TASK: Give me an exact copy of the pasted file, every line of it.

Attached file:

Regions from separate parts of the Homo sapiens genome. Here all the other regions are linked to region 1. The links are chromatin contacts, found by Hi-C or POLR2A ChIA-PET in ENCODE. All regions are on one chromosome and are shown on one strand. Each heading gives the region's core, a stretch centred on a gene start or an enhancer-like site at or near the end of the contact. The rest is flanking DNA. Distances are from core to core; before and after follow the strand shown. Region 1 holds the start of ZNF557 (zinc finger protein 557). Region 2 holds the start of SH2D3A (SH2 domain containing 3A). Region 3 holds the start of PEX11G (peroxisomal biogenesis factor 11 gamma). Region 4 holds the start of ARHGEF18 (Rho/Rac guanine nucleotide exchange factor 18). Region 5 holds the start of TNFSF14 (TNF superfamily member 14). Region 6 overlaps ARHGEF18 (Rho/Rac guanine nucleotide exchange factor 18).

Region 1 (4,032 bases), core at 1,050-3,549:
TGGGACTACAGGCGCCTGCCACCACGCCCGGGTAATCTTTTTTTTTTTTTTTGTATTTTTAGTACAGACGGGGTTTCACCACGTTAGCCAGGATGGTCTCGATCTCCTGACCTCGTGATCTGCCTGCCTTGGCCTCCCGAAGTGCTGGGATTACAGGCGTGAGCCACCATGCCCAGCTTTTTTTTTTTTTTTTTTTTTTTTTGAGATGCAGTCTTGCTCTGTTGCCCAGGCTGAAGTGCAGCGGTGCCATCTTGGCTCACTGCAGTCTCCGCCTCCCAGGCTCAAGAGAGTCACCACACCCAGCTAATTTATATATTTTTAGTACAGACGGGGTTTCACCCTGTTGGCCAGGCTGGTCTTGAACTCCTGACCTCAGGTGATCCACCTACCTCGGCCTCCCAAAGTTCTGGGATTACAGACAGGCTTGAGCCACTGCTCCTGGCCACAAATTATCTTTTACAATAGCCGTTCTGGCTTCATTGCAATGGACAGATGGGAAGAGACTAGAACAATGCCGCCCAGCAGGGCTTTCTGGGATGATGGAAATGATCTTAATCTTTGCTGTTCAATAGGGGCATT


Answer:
Regions from separate parts of the Homo sapiens genome. Here all the other regions are linked to region 1. The links are chromatin contacts, found by Hi-C or POLR2A ChIA-PET in ENCODE. All regions are on one chromosome and are shown on one strand. Each heading gives the region's core, a stretch centred on a gene start or an enhancer-like site at or near the end of the contact. The rest is flanking DNA. Distances are from core to core; before and after follow the strand shown. Region 1 holds the start of ZNF557 (zinc finger protein 557). Region 2 holds the start of SH2D3A (SH2 domain containing 3A). Region 3 holds the start of PEX11G (peroxisomal biogenesis factor 11 gamma). Region 4 holds the start of ARHGEF18 (Rho/Rac guanine nucleotide exchange factor 18). Region 5 holds the start of TNFSF14 (TNF superfamily member 14). Region 6 overlaps ARHGEF18 (Rho/Rac guanine nucleotide exchange factor 18).

Region 1 (4,032 bases), core at 1,050-3,549:
TGGGACTACAGGCGCCTGCCACCACGCCCGGGTAATCTTTTTTTTTTTTTTTGTATTTTTAGTACAGACGGGGTTTCACCACGTTAGCCAGGATGGTCTCGATCTCCTGACCTCGTGATCTGCCTGCCTTGGCCTCCCGAAGTGCTGGGATTACAGGCGTGAGCCACCATGCCCAGCTTTTTTTTTTTTTTTTTTTTTTTTTGAGATGCAGTCTTGCTCTGTTGCCCAGGCTGAAGTGCAGCGGTGCCATCTTGGCTCACTGCAGTCTCCGCCTCCCAGGCTCAAGAGAGTCACCACACCCAGCTAATTTATATATTTTTAGTACAGACGGGGTTTCACCCTGTTGGCCAGGCTGGTCTTGAACTCCTGACCTCAGGTGATCCACCTACCTCGGCCTCCCAAAGTTCTGGGATTACAGACAGGCTTGAGCCACTGCTCCTGGCCACAAATTATCTTTTACAATAGCCGTTCTGGCTTCATTGCAATGGACAGATGGGAAGAGACTAGAACAATGCCGCCCAGCAGGGCTTTCTGGGATGATGGAAATGATCTTAATCTTTGCTGTTCAATAGGGGCATT